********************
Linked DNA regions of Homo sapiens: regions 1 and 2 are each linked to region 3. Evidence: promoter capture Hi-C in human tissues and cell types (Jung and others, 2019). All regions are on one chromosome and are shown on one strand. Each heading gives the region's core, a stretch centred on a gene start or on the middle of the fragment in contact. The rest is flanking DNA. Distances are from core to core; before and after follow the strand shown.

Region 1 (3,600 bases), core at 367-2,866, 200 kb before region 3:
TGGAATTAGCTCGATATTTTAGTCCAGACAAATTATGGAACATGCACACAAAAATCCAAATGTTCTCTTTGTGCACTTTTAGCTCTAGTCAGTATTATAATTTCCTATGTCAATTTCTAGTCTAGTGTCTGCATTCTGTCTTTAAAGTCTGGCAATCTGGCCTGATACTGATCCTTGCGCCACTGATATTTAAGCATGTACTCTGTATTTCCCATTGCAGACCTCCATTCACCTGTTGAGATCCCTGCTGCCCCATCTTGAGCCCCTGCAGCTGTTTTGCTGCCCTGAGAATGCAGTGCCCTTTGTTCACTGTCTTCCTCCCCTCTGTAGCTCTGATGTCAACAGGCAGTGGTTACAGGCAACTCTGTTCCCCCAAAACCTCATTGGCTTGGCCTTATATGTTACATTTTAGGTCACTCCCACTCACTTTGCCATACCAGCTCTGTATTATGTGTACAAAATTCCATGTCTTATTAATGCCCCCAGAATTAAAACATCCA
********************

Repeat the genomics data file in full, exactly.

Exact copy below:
Linked DNA regions of Homo sapiens: regions 1 and 2 are each linked to region 3. Evidence: promoter capture Hi-C in human tissues and cell types (Jung and others, 2019). All regions are on one chromosome and are shown on one strand. Each heading gives the region's core, a stretch centred on a gene start or on the middle of the fragment in contact. The rest is flanking DNA. Distances are from core to core; before and after follow the strand shown.

Region 1 (3,600 bases), core at 367-2,866, 200 kb before region 3:
TGGAATTAGCTCGATATTTTAGTCCAGACAAATTATGGAACATGCACACAAAAATCCAAATGTTCTCTTTGTGCACTTTTAGCTCTAGTCAGTATTATAATTTCCTATGTCAATTTCTAGTCTAGTGTCTGCATTCTGTCTTTAAAGTCTGGCAATCTGGCCTGATACTGATCCTTGCGCCACTGATATTTAAGCATGTACTCTGTATTTCCCATTGCAGACCTCCATTCACCTGTTGAGATCCCTGCTGCCCCATCTTGAGCCCCTGCAGCTGTTTTGCTGCCCTGAGAATGCAGTGCCCTTTGTTCACTGTCTTCCTCCCCTCTGTAGCTCTGATGTCAACAGGCAGTGGTTACAGGCAACTCTGTTCCCCCAAAACCTCATTGGCTTGGCCTTATATGTTACATTTTAGGTCACTCCCACTCACTTTGCCATACCAGCTCTGTATTATGTGTACAAAATTCCATGTCTTATTAATGCCCCCAGAATTAAAACATCCA